This Might Be the Dumbest Thing I’ve Ever Heard a Car Dealer Say

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Over the course of a year, I probably speak with a few thousand car dealers. And the truth is a lot of them are fine, but some of them will say things that are either flat out false, misinformed or are blatant lies. This whopper, regarding paying off loans early, may be an example of the worst.

In all the years I’ve been brokering car deals, I’ve heard some doozies from dealership staff. One of my favorites was that it was “illegal” to send a written quote via the internet for “privacy reasons.” But to straight up tell a customer that paying off a loan early would be damaging to their credit is some next level stealership speak. That’s what happened here.


The story comes from a Money Matters advice column via where a consumer writes in and asks why a dealer would tell them that paying a loan off early is actually bad for one’s credit score:

I can’t imagine you haven’t already covered this, but while car shopping the finance manager at the dealer mentioned that both paying off a loan early or even paying off credit card debt fully every month can hurt one’s credit score.

Are the creditors in cahoots with the credit agencies looking for ways to encourage us in be more in debt? Is this accurate and if so why?


Money Matters expert Teresa Murray, rightfully, tells the reader that paying a loan off early and not carrying a balance on your credit card is actually good for your credit for the very obvious reason that banks like it when you pay the money back to them that they lend to you. While paying your credit card balance in full is always recommended, consumers should be aware that closing a line of credit can have a temporary impact on their FICO score. This is because part of your score is based on the utilization of available credit. You can read more on this topic from our friends at Lifehacker.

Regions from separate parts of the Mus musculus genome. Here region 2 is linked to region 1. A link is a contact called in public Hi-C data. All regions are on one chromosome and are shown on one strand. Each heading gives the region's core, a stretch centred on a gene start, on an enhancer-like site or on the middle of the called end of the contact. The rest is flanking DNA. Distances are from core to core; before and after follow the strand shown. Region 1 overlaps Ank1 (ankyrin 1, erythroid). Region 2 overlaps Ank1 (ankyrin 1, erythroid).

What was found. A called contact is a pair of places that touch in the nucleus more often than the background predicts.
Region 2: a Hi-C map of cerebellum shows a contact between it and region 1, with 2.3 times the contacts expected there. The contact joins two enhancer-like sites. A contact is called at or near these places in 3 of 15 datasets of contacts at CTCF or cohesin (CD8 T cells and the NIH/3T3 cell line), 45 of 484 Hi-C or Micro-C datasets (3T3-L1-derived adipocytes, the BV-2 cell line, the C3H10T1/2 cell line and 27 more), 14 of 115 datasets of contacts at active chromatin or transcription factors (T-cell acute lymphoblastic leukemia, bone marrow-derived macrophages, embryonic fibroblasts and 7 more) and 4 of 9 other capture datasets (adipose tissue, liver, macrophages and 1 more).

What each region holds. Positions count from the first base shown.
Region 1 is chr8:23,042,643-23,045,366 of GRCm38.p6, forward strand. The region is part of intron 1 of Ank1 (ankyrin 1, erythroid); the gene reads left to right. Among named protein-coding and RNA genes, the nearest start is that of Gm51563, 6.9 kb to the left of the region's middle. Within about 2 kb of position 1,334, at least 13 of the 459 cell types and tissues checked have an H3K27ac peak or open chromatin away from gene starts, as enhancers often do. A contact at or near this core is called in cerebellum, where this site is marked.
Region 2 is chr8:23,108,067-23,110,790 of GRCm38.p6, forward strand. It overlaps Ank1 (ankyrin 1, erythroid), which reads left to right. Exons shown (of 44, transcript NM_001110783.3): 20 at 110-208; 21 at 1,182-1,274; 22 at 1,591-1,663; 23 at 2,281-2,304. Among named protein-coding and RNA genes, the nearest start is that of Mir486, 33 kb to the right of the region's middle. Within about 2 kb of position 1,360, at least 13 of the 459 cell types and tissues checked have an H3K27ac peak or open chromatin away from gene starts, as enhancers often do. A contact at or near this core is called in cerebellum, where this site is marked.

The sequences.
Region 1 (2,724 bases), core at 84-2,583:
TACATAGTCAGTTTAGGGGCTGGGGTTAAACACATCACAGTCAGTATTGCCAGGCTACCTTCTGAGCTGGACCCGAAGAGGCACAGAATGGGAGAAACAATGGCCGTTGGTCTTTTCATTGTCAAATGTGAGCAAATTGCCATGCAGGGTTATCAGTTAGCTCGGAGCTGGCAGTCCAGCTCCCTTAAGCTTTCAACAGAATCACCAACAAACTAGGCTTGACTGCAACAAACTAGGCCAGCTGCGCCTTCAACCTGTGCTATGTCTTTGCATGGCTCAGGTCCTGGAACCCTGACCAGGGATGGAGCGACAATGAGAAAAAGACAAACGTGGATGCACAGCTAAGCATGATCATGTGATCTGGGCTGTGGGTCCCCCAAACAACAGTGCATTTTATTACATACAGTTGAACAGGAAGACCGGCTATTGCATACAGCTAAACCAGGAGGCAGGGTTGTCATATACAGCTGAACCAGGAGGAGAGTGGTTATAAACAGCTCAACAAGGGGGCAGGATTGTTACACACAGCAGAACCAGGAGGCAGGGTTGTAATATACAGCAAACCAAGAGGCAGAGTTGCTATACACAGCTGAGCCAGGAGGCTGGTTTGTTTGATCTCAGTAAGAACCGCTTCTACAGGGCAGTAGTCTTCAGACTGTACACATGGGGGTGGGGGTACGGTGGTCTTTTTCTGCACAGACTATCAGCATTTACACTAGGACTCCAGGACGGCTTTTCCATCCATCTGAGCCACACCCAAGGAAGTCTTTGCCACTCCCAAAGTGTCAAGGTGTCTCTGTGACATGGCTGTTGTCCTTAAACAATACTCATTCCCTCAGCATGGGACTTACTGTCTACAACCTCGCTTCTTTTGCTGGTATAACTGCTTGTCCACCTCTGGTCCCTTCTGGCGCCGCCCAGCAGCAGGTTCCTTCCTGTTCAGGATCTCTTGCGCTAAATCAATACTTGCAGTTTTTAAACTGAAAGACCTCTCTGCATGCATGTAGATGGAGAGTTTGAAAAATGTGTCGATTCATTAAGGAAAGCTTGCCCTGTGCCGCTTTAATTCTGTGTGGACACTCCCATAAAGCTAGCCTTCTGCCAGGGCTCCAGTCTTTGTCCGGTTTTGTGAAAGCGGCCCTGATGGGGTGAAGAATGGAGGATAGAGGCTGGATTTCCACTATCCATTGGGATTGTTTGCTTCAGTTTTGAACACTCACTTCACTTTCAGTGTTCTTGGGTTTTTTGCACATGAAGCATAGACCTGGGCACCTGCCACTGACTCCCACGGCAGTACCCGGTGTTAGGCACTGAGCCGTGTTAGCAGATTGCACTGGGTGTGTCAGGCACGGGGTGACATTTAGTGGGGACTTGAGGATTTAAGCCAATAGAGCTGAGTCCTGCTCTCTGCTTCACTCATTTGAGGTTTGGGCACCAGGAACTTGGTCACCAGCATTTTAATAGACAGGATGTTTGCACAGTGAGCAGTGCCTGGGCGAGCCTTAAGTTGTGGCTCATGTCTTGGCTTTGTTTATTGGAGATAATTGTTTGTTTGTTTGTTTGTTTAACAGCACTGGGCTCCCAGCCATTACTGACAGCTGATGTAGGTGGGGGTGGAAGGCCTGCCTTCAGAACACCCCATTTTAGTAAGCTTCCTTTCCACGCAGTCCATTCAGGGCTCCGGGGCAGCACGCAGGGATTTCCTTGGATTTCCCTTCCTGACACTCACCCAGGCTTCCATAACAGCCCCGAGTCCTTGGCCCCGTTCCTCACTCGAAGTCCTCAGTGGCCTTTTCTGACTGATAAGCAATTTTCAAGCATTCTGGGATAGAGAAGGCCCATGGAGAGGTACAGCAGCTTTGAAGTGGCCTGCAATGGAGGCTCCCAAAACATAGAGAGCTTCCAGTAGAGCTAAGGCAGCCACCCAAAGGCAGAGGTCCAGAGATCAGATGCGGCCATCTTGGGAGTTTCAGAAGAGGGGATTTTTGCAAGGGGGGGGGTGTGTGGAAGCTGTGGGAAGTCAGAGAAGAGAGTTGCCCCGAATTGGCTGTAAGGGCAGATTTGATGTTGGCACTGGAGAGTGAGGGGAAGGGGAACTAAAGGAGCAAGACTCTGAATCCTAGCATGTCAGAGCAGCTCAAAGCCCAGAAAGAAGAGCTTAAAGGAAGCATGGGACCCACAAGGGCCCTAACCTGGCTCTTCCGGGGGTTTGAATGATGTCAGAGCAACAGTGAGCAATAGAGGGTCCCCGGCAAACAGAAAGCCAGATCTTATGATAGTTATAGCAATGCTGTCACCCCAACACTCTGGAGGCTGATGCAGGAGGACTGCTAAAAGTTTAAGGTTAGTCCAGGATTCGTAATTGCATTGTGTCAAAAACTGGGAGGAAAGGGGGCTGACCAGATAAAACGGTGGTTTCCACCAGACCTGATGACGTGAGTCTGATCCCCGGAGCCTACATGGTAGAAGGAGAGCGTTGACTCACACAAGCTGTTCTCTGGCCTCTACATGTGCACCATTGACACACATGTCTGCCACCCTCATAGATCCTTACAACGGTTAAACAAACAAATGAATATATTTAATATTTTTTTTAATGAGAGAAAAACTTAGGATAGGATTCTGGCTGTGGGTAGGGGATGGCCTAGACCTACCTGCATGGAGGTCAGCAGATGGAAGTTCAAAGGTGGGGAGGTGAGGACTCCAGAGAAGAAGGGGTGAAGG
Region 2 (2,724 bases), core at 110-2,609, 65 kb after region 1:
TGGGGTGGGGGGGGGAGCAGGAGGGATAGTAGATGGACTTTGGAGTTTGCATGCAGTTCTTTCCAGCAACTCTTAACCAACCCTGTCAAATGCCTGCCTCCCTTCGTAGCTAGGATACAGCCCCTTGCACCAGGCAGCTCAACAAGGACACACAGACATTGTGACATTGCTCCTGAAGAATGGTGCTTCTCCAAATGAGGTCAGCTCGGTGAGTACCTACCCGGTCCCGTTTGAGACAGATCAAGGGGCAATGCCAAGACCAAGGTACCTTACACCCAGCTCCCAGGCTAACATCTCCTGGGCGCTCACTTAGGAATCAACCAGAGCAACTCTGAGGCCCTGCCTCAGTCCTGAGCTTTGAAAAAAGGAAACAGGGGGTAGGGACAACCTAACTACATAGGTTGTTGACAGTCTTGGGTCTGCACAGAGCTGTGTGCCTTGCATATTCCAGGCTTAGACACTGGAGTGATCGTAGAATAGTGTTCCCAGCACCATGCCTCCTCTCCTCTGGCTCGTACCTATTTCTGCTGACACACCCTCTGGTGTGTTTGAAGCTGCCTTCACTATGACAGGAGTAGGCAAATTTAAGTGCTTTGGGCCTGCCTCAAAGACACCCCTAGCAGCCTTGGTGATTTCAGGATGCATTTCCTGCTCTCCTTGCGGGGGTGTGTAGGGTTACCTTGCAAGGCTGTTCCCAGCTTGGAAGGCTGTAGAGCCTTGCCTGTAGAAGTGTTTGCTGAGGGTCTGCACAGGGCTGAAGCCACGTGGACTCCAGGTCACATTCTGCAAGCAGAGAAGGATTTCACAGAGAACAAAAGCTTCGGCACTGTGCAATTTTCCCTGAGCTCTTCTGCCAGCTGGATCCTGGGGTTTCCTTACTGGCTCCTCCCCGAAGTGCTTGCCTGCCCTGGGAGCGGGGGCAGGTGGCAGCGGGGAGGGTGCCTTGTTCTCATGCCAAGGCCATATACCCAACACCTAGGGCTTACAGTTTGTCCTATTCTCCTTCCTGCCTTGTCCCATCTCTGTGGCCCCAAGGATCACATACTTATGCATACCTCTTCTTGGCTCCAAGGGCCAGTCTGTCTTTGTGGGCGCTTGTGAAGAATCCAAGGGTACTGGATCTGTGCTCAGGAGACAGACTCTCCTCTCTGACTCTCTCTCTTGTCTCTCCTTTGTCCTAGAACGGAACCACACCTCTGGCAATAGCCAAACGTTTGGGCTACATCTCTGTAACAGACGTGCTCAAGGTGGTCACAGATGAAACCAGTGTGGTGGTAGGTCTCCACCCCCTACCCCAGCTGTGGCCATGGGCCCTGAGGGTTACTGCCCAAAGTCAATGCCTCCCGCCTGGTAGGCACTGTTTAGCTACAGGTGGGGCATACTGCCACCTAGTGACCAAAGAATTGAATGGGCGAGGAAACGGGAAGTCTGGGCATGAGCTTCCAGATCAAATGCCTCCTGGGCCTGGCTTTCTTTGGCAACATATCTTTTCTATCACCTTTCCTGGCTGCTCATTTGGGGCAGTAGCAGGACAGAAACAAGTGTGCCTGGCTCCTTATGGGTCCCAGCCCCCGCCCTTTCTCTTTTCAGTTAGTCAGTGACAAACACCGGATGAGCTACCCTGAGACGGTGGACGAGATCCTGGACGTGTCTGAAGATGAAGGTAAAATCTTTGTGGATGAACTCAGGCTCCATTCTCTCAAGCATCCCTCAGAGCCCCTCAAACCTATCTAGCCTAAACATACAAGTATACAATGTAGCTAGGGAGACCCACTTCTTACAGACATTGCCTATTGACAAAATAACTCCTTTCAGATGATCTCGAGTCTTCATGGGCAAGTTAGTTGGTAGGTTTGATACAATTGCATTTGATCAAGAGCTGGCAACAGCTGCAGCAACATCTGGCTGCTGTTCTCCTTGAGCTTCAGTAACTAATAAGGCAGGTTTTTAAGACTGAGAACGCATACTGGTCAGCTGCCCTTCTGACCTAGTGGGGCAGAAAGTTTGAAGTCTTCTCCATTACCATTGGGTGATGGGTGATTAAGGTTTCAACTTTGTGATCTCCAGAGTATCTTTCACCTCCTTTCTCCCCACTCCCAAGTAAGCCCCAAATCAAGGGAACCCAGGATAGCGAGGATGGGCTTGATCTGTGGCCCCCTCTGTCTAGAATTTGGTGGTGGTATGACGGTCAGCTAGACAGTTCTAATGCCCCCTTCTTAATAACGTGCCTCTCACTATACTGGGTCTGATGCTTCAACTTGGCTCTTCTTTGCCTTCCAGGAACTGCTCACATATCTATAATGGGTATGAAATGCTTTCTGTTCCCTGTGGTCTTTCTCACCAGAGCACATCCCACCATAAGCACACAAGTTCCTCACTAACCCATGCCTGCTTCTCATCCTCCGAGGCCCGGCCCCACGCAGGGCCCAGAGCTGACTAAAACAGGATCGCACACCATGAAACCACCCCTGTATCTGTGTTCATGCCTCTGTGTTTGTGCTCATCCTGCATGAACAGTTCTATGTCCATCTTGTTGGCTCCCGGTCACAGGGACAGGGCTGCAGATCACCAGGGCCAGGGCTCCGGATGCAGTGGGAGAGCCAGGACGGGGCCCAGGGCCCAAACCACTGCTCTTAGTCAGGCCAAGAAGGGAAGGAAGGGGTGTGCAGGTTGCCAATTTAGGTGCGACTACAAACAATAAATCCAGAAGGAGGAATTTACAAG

I’ll go even further here and say exactly why this shady finance manager didn’t want the customer to pay his or her loan off early: Because the dealer will likely lose money.


As I’ve mentioned in previous posts, dealers can profit on your loan. Some dealers will use the tactic of offering you a huge discount with the caveat that you take their financing at some bonkers high rate. If a buyer pays the loan off too soon, usually within 60 days or less, the dealer will lose profit. So it’s in their interest to keep you paying for awhile because the longer you pay the more they make.

Recently I had a customer purchase a used Chevrolet SS in Florida, and the dealer was ready to kill the sale when they found out the customer was going to pay cash. That sounds ridiculous, and it was, but because Florida does not allow pre-payment penalties the buyer dropped a huge down payment and financed the minimum amount of $10,000 and he will just wipe out the loan after the first bill arrives.


The vast majority of states don’t allow banks to charge pre-payment penalties on car loans, and if you think you may want to pay your loan off early, do some research on the banking laws for your state and carefully read your loan agreement as there should be language in there that discusses pre-payment penalties or the lack thereof. A good finance manager will point out that you can pay your loan off early without penalty.

Getting pre-approved for your loan before you go to the dealer will often hedge against these kinds of shenanigans, but sometimes it can be worth taking the financing through the dealer especially if the rates are better than what you would have gotten elsewhere.


But the important thing to remember is that paying off your loans early is good for you, even if it may not be good for the dealer.